What You Can Learn From These 10 Infographics – Social Media
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Infographics have really been around for a couple of decades; traditional print media has long featured graphic-dominated presentations in places like the color front and back pages, often covering topics like intriguing statistical sporting events. But it has only been the last couple of years that they’ve become the go-to representation on the web for teaching an audience about the numerical, in a sleek and distributable format, which often goes viral when done right.
In this post we present to you a range of 10 contemporary infographics and some key takeaways that you can gain from each individual design. It should be noted that infographics really come in all shapes and sizes – but there are important differentiators that make some spread more widely, convey a real message (opposed to pooling “related” statistics together for “organization’s” sake), are clear in routing the reader along a relevant path(s) and use design elements that offer a helping hand in the information consumption process.
1. Balance Your Media Diet
Wired Magazine came up with what probably wouldn’t be considered a conventional infographic by today’s standards, but is a throwback to where infographics came from. Shaped like the food pyramid, this condensed media diet approach is just what might remedy scores of information loaded readers. With a sectional look at all of the different ways that people spend their time online, we might see a move of infographics towards this style, tending to the most important reasons why infographics exist in the first place – to visualize the data.
- PRO: Brilliant 3D design that provides quickly consumable information. It’s immediately engaging.
- CON: The unhealthy message of telling their readers that they should be “enjoying media” for 9 hours a day!
2. Airbnb’s Global Growth
Cool Infographics highlights an infographic made by Airbnb, an online booking service for competitively priced lodging at unique locations. This is a classic example that showcases the geography of the company’s success, which works out nicely as Airbnb hosts travellers from around the world. The stunning maps paint a definitive picture of their phenomenal global growth from 2011 to 2012.
Comparisons are always an effective measuring tool when trying to get a proper perspective and Airbnb does just that on the infographic by adding to what the public uses their site for (booking) with the notion that their users have taken more photos than the British Museum’s drawing collection or that of the total number of object’s in the Louvre’s collection. In pivoting mode, Airbnb’s infographic has made it clear that their 24/7 and 366 days a year (it’s a leap year!) customer service availability is a strong benchmark for how their web service should be admired.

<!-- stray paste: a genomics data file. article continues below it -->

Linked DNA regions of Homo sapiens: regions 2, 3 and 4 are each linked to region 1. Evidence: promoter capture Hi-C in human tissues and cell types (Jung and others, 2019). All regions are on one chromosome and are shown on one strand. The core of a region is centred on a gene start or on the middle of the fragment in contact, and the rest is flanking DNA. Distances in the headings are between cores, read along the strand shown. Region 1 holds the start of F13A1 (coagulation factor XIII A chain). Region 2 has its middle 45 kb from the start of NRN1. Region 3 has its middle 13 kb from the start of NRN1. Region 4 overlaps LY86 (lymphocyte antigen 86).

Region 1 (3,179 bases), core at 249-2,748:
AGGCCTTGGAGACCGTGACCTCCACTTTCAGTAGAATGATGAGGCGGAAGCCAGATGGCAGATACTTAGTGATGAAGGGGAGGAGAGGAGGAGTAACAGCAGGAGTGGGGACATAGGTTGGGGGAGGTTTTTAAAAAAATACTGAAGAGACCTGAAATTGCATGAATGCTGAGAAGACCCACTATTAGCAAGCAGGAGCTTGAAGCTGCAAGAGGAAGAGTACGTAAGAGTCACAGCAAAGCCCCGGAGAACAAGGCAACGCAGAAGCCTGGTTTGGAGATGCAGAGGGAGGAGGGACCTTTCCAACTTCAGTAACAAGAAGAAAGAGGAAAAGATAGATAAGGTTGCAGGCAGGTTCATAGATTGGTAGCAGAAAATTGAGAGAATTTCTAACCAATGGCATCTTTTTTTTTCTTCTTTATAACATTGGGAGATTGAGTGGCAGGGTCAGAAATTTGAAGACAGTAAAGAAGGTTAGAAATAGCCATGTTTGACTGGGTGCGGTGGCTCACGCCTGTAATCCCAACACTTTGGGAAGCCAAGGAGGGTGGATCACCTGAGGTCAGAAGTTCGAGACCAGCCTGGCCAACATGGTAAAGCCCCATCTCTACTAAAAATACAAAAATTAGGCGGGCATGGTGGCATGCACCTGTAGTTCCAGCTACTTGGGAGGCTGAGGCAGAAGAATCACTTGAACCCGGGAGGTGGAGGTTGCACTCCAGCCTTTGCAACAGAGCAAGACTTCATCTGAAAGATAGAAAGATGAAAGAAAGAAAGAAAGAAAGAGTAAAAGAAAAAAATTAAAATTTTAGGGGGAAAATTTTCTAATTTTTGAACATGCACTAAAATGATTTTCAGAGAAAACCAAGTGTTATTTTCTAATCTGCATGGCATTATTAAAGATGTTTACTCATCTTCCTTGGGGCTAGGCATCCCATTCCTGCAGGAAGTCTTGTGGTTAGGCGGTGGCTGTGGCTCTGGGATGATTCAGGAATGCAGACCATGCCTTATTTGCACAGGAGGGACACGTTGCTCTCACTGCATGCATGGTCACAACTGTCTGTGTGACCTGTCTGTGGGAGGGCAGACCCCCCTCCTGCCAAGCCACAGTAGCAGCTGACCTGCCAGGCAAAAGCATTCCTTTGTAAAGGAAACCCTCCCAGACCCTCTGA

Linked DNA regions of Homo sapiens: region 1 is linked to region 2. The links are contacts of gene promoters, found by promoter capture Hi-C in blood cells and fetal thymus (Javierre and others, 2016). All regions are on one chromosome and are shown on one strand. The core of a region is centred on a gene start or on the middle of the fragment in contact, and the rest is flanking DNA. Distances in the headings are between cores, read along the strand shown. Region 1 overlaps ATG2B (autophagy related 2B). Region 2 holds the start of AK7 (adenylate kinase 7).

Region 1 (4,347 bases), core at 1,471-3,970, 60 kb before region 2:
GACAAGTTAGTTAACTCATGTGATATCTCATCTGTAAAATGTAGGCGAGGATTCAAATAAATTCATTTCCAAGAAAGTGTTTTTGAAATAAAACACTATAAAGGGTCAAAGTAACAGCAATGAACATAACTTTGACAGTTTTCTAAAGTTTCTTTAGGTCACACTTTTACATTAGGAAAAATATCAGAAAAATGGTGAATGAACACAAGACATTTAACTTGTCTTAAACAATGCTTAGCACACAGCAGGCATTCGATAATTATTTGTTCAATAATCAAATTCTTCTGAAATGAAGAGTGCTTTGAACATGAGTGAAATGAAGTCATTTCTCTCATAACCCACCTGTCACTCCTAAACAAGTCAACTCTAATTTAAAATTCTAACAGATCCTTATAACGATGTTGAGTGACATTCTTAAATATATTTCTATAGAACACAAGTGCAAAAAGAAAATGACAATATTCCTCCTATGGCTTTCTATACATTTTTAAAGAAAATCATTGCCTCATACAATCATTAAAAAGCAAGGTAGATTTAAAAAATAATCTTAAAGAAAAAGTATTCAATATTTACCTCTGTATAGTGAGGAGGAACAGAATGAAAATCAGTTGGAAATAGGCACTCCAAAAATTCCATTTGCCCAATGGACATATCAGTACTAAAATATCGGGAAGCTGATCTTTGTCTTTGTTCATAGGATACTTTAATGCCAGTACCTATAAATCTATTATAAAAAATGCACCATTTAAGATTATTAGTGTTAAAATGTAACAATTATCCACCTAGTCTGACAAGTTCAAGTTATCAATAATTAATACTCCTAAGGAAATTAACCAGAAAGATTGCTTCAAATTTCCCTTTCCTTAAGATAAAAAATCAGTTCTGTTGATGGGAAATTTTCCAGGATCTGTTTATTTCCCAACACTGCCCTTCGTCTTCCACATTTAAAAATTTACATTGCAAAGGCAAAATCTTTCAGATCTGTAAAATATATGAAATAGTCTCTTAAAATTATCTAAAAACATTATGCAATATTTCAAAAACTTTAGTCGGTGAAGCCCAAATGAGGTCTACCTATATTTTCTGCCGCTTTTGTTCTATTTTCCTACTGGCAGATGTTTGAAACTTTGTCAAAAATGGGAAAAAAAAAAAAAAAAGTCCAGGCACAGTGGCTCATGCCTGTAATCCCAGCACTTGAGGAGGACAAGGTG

- PRO: It does a great job of showing the viewer Airbnb’s growth through data. The viewer immediately understands how much Airbnb has grown.
- CON: This infographic weighs heavily on the self-promotion side. Generally, the best infographics are those that help people understand a complex set of data relevant to their industry. Infographics that are completely about the company that created the infographic lowers the trust around the set of data.
3. The Feltron 2008 Annual Report
Felton, co-creator of the data gathering site, Daytum and NYC based graphic designer, created a cluster of infographics that sizes his life for the year of 2008. His annual reports are really extraordinary as they are multi-layered. “The Measure of a Year”- goes through his personal mileage, foody habits and tastes and then forays into showing his exact movement in the places he was in most. The typography helps this infographic come across like a small e-book (no detail is left behind). Definitely on the higher end of infographics, but still out for the average reader. For a person to share this type of statistical degree of his life is truly remarkable.
- PRO: It is a bit dated, but it’s an excellent example of a data visualization with minimal amounts of text. Magnitudes have been turned in to geometric shapes, where the viewer can quickly see where the subject’s time has been spent.
- CON: Allowing viewers to see a larger version of this first page would be helpful.
From → Social Media Marketing